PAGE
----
The Roslindale area saw the highest increase in foreclosures of any neighborhood in Boston between 2007 and 2008, according to the City of Boston report Foreclosure Trends 2008.
It looks like those numbers will be down in 2009, but the number of foreclosure petitions—the first step in foreclosure proceedings—looks likely to rise this year. That could be a sign of what experts describe as a recession-fueled expansion of the foreclosure crisis into the prime foreclosure market.
While foreclosures in the neighborhood remain much lower than in other neighborhoods harder hit by the foreclosure crisis, like Roxbury, Dorchester, Mattapan and Hyde Park, foreclosures more than doubled in 2008, to 77 from 31 the previous year.
Other neighborhoods have consistently seen hundreds of foreclosures a year in recent years, according to the city report.
And it looks like there will be fewer foreclosures than last year in Roslindale by the end of 2009. There have only been 33 foreclosures so far this year, according to The Warren Group, a regional real estate tracking firm that publishes the Banker & Tradesman.
The Warren Group has slightly different numbers for the neighborhood because it uses a different neighborhood map for the city. Those numbers—for the 02131 ZIP Code—indicate there were 34 foreclosures in Roslindale in 2007 and 77 in 2008. Neither map is entirely accurate.
The neighborhood has seen an increase in foreclosure petitions, up from 108 last year to 111 so far this year, according to Warren Group numbers. Foreclosure petitions are generally filed after homeowners have not made mortgage payments for 90 days and have defaulted on their mortgages. There is generally a period of months between the filing of a foreclosure position and the filing of a foreclosure deed—the bank repossession of a mortgagee’s house. With 111 already, Roslindale is on track to see about 130 foreclosure petitions this year, close to the 135 petitions filed for residential property in the neighborhood in 2007.
The increase in foreclosure petitions and decrease in actual foreclosures was not surprising to any real estate trend watchers the Gazette spoke to. Generally, they said, the recession is causing an increase in mortgage defaults among people who have traditional mortgages but who may have lost jobs and be struggling to make ends meet.
At the same time, the shear numbers of foreclosed properties and encouragement from city, state and federal government are making renegotiation and refinancing an increasingly attractive option for lenders. The dip in foreclosure petitions last year was seen citywide, and came in the wake of a state law allowing home-owners in default an additional 90 days before petitions can be filed. [See “Foreclosures are few in JP” in this issue.]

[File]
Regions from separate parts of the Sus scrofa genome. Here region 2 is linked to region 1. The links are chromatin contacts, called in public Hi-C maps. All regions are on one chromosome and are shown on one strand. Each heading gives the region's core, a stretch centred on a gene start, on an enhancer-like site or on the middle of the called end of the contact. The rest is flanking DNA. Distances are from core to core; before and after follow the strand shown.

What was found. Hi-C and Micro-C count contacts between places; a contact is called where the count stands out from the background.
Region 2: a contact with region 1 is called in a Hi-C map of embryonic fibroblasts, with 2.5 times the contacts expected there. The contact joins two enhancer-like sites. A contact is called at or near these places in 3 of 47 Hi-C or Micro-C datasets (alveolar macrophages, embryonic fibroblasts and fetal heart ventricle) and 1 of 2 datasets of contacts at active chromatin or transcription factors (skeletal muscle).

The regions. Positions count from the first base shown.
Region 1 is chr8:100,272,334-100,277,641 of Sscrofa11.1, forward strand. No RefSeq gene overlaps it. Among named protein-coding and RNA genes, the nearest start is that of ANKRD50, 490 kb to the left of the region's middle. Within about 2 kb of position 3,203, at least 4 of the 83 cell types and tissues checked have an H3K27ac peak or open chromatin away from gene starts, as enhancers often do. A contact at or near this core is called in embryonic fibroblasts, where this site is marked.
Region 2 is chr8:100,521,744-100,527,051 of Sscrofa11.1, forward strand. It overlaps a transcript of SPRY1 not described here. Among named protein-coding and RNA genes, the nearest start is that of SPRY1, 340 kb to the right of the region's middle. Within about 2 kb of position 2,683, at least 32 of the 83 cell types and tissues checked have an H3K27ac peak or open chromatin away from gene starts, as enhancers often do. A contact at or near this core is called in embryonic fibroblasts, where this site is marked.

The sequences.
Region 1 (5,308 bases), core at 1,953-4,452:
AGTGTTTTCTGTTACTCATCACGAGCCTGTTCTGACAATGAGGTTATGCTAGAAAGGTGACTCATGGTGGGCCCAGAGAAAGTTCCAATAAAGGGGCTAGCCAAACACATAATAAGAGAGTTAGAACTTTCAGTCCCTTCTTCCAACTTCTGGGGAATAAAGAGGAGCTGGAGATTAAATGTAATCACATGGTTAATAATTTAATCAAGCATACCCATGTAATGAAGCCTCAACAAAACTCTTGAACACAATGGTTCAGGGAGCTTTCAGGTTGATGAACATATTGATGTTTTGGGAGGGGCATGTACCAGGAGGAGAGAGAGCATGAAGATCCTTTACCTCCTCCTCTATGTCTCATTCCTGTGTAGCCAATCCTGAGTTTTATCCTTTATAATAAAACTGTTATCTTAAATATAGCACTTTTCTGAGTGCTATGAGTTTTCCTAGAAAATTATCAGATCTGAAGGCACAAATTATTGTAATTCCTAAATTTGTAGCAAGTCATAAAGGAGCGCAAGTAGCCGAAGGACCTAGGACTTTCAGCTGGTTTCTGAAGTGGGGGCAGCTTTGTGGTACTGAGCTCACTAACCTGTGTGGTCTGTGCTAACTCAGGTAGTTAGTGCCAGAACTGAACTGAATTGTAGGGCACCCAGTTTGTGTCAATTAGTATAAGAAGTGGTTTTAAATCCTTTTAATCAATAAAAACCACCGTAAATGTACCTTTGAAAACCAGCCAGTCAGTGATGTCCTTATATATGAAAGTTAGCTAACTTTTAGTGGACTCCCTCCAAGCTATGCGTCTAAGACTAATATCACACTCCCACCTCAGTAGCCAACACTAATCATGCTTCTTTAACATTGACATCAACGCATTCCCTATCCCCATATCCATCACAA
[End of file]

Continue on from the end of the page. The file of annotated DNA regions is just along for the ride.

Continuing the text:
Everyone does not see eye-to-eye on what the fluctuations in Roslindale’s foreclosure numbers mean for the neighborhood.
Steve Meacham, an organizer with the housing advocacy group City Life/Vida Urbana—which has worked with Roslindale tenants in foreclosed buildings to help them buy their homes from banks—said he does not see a fundamental difference between the sub-prime crisis and the broader recession-motivated foreclosure crisis.
“Although people are saying the reason for the foreclosure crisis is shifting to what they call life events—layoffs rather than predatory loans—we see predatory loans as anything gotten at an inflated value. The inflated values were created by a bubble caused by these bank instruments [sub prime loans],” he said.
Since the prices people bought their homes at were caused by the real estate bubble, the mortgages they took out were inflated and they are the victims of predatory lending, Meacham said.
Linda Burnett, a Roslindale Realtor of 20 years, said that housing market prices in Roslindale have settled at about 5 to 7 percent lower than 2005 prices—about the same as citywide.
“I am not a data analyst, but there are buyers waiting in line for single-family homes in Roslindale,” she said.
Burnett, who works for Keller Williams Realty, said she is seeing the results of sub-prime loans being less available these days. “People who are looking are completely qualified. They don’t have to go for any strange types of loans,” she said.
But, while they were both talking about Roslindale, Burnett and Meacham were talking about two different parts of the market. City Life mostly works with tenants in foreclosed investor-owned multi-family homes while Burnett said she was only talking about single-family homes.
Burnett did say that she has been involved in a few “short sales” of single-family homes. Short sales are when home owners facing foreclosure sell their houses for less than they are worth in order to settle their debt. They are a common tactic for avoiding foreclosure.
Burnett said she has worked on two short sales, one as a listing agent and one representing a buyer. Both closed on time, she said. Foreclosures on single-family residences have consistently been a large part of the Roslindale foreclosure picture.
So far this year, according to Warren Group numbers, they have accounted for 37 out of 111 foreclosure petitions, and 12 of 33 foreclosures. Multi-family homes have seen 43 petitions and 10 foreclosures, and condos, 31 petitions and 11 foreclosures.